Different cooling techniques may yield slightly different performance results for extended gaming sessions, but in general, phones with the same processor will behave similarly, unless the user interface software is implemented poorly, or if it runs on an unusually fast display refresh (90Hz vs. 60Hz)"SOLID CHOICE FOR GAMING AND ENTERTAINMENT"
Benchmarks alone should NOT drive a smartphone purchase decision. To learn more, read our Are Benchmarks Important? article.
Wireless networks (3G/4G) performance is often thought of as “peak” download/upload speeds, but it is the average 4G speed that counts. These days, 4G/LTE is the primary network of interest, but 5G is coming.
The higher the theoretical LTE performance and the better the actual average performance. Note that cellular carriers build better and more efficient LTE networks to diminish their own costs-efficiency. 5G brings the wireless carriers brings the cost down even more.
The base Axon 10 Pro version has 6GB of RAM, but there were talks of 8GB or 12GB versions, so keep your eyes open for these. More RAM typically doesn’t change the synthetic benchmark numbers but could help keep your phone fast if you use a LOT of apps.
ZTE says that it uses machine-learning to preload apps, so users get a snappy app loading experience. It’s a great idea, and many OEMs claim the same thing. It’s actually not easy to compare all of them, but the phone does feel pretty fast.
Strangely, The Axon 10 Pro is equipped with a USB 2.0 (via USB-C) connectivity, so downloading photos or movies to a computer may be slower than with competitors that have USB 3.0 connectivity.
With a 4000 mAh battery capacity, the Axon 10 Pro is very competitive within its price category and has more battery than most phones people compare it with (Mi9, S10e, OP6T, OP7). It also matches the Meizu Note 9 or slightly beats the OnePlus 7 or the LG G8 ThinQ.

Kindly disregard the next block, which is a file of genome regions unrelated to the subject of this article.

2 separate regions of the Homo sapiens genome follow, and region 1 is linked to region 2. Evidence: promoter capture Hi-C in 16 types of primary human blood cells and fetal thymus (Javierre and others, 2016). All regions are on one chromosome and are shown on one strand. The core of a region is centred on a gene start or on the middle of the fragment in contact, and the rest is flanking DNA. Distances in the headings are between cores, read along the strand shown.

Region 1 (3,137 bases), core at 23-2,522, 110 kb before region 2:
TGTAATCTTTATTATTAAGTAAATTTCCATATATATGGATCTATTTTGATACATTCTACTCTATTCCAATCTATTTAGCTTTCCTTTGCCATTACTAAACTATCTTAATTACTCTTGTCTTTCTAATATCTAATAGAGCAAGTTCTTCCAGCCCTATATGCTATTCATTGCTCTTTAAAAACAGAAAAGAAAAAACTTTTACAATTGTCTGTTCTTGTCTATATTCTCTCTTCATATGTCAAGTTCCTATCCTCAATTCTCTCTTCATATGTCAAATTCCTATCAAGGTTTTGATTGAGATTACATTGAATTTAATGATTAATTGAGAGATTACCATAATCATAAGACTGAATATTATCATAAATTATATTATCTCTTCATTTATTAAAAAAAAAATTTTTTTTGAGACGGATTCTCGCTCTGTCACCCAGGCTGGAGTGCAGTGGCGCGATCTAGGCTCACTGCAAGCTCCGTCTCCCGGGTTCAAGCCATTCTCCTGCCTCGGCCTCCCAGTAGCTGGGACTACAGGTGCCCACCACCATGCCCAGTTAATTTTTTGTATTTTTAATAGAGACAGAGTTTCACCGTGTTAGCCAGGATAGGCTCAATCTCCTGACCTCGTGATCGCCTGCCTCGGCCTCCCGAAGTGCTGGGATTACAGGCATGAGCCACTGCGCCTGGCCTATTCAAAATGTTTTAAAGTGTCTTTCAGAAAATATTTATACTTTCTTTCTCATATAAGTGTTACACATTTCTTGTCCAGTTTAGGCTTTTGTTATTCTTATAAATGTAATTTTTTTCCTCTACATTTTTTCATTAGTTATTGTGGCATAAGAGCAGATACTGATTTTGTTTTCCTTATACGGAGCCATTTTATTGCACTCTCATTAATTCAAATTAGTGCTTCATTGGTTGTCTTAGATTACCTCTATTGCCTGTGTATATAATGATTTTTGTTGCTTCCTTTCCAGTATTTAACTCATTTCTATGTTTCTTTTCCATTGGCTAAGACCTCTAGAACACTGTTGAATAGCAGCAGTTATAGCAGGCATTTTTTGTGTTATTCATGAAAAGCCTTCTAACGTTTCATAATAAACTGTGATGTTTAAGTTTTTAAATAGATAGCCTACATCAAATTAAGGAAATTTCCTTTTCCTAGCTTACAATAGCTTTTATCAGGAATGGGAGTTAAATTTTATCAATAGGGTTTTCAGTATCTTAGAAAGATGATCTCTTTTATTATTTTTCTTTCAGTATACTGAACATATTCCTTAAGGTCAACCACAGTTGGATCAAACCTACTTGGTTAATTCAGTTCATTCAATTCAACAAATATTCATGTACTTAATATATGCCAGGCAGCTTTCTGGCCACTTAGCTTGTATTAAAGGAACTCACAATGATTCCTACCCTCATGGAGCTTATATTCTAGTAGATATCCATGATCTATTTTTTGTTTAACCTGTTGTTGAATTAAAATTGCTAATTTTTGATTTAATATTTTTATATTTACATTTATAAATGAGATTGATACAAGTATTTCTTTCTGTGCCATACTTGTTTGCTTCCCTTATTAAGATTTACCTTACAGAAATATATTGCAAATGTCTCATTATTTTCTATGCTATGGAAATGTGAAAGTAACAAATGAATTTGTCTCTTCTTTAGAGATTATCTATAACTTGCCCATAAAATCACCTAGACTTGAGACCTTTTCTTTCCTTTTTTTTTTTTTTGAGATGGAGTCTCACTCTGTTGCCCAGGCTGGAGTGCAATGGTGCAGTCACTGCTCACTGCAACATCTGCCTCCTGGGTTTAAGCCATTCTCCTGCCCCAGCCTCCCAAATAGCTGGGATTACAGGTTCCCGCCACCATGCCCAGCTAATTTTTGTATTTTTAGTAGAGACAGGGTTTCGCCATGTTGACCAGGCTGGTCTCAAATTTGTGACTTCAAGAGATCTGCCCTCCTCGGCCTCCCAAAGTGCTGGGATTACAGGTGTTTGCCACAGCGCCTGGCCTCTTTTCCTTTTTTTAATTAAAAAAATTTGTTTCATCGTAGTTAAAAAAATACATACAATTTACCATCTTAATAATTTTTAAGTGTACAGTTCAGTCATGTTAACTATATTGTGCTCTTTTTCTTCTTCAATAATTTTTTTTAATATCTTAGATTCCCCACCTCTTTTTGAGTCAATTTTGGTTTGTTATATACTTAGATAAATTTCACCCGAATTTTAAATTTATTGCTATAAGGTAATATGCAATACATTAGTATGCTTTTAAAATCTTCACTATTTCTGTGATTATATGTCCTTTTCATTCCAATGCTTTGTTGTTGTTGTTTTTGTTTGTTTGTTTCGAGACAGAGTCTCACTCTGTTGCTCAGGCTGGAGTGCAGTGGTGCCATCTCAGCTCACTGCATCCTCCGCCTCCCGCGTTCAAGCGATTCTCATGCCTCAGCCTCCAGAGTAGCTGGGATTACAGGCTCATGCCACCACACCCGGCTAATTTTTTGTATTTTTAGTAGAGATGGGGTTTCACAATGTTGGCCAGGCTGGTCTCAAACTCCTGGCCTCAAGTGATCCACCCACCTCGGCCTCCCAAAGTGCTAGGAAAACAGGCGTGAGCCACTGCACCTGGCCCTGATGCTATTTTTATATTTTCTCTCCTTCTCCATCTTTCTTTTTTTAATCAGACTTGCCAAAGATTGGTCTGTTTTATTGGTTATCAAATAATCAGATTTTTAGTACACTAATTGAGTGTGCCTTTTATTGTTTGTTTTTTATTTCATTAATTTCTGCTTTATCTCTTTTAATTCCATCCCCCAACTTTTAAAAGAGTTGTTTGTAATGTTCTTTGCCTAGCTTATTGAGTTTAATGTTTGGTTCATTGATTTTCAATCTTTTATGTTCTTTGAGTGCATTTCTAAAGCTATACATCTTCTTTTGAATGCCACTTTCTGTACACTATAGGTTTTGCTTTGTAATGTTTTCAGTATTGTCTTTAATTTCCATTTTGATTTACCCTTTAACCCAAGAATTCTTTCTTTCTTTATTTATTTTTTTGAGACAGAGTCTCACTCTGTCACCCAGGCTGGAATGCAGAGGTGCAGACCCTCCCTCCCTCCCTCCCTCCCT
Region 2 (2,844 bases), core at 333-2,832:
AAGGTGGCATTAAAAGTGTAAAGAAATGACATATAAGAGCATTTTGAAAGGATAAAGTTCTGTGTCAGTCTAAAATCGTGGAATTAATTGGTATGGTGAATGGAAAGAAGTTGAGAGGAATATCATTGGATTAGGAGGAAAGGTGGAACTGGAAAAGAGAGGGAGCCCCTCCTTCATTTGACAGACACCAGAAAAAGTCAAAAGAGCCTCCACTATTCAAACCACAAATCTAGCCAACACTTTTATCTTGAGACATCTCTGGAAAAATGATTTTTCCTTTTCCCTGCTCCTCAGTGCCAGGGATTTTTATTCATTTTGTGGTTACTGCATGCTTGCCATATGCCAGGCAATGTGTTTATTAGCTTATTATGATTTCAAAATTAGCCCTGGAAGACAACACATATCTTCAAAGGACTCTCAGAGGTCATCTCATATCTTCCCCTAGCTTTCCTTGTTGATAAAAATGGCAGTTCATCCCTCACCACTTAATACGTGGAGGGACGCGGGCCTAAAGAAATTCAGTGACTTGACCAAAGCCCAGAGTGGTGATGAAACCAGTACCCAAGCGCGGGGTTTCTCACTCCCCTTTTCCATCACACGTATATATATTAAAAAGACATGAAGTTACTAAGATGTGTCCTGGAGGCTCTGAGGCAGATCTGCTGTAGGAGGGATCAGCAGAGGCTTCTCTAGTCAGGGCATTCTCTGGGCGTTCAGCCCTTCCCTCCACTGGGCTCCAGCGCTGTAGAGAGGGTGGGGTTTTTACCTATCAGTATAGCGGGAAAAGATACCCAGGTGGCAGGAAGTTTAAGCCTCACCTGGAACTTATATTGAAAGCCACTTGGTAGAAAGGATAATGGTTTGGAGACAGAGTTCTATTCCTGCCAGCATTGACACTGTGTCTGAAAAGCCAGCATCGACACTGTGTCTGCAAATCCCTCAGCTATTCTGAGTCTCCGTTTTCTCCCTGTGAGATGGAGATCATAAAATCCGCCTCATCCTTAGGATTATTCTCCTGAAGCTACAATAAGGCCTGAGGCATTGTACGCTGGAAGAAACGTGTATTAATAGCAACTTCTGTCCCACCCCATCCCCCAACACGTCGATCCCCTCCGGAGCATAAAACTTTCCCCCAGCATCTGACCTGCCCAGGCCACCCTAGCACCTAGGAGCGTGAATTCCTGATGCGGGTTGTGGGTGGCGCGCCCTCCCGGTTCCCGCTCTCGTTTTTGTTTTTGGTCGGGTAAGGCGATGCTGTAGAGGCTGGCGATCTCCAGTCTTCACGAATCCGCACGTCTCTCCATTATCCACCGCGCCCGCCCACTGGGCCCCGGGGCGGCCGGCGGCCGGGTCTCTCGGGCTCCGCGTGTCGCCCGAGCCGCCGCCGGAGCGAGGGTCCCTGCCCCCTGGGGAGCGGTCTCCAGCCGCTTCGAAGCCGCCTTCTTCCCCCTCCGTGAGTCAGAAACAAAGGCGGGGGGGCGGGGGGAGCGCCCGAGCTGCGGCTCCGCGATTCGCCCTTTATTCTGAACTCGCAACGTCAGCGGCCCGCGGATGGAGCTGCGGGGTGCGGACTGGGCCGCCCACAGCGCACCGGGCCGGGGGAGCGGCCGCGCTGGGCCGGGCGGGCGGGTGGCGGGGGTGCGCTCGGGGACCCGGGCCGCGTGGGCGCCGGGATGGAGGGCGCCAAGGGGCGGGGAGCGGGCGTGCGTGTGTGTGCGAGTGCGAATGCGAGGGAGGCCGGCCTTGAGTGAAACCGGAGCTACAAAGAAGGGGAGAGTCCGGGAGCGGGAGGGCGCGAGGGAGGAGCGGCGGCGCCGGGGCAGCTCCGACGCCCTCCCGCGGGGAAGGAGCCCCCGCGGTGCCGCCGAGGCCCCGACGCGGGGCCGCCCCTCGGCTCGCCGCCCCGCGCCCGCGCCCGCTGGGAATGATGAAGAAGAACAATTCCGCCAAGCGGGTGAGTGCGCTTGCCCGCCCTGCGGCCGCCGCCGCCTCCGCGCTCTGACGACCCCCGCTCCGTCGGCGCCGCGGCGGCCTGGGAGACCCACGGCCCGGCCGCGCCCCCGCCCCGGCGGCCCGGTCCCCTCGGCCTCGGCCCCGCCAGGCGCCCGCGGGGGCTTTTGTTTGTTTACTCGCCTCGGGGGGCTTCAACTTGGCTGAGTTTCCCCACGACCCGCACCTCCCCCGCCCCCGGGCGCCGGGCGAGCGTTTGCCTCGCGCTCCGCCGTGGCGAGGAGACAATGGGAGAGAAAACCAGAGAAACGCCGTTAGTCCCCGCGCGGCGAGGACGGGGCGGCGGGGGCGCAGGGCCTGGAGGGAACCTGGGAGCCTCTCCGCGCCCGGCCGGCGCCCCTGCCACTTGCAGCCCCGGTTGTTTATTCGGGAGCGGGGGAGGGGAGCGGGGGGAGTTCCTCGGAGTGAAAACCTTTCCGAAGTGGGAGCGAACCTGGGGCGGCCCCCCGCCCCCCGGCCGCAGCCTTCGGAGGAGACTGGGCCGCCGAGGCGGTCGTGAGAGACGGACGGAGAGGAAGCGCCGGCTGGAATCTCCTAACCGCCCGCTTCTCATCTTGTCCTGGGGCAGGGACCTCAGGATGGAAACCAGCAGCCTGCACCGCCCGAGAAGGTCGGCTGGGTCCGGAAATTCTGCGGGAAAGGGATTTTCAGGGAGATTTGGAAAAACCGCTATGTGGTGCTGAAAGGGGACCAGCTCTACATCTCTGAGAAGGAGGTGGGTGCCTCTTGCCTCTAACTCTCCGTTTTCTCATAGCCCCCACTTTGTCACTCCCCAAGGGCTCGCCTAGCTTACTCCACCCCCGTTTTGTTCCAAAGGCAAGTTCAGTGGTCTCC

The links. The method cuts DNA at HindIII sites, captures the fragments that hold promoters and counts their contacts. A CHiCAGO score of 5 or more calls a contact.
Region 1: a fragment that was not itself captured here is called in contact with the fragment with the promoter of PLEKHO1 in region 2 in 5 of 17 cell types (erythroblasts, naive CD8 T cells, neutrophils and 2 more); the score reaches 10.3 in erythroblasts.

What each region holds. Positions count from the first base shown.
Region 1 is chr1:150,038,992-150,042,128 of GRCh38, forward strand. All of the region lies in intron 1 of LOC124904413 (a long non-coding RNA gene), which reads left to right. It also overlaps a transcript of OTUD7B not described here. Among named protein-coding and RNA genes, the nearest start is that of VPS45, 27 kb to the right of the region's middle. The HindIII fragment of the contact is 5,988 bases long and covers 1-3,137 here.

Using the included 18W charger, you get a charging speed of 68mAh/mn, which is quite good. For reference, the fastest charge is 100mAh/mn (Huawei P30 Pro), and the slowest is 20mAh/mn (iPhone Xs Max). 50 mAh/mn is considered to be standard these days."HAS MORE BATTERY THAN MOST PHONES PEOPLE COMPARE IT WITH"
If you use another “fast charger,” the speed drops significantly, perhaps because the phone will switch into a more conservative mode as it cannot identify the unknown charger.
Unfortunately, the phone failed to execute the PCMark Android battery test (many times), and we don’t know if it was because of an “optimization,” or if there’s a stability issue, but that was the only roadblock we bumped into.
The PCMark team says that it happens with many handsets because phones software shut down what they think is a “runaway process.” That’s too bad because this phone should have performed well, given its large battery size.
Wireless charging can be very convenient, and the Axon 10 Pro comes with a 15W integrated wireless charging option (Qi standard). This battery charging method is best for users who spend most of their time at a desk. It is also great for overnight charging and it is even possible to find a wireless charger in your car.
The ZTE Axon 10 Pro (official page) is a good smartphone designed and built with care. It offers great performance and user experience, thanks to the mostly untouched Android user interface and good audio performance. Carrying it feels nice and the industrial design is agreeable.
At around ~$499-$549, this handset offers great value and takes the lead for CPU and Graphics performance, for the price. It’s one of the best system performance/price ratios we have seen and that’s somewhat true for the camera as well. ZTE has priced it judiciously."ZTE HAS PRICED IT JUDICIOUSLY"
The camera is the Achilles heel of the ZTE Axon 10 Pro because, in that price range, you can find the Galaxy S10e camera or the OnePlus 7 Pro camera that are better, according to our Camera IQ benchmark.
ZTE has steadily improved its phone lineup, and even though we feel like Axon 10 Pro should have been better, we’re looking forward to seeing the next handset from them.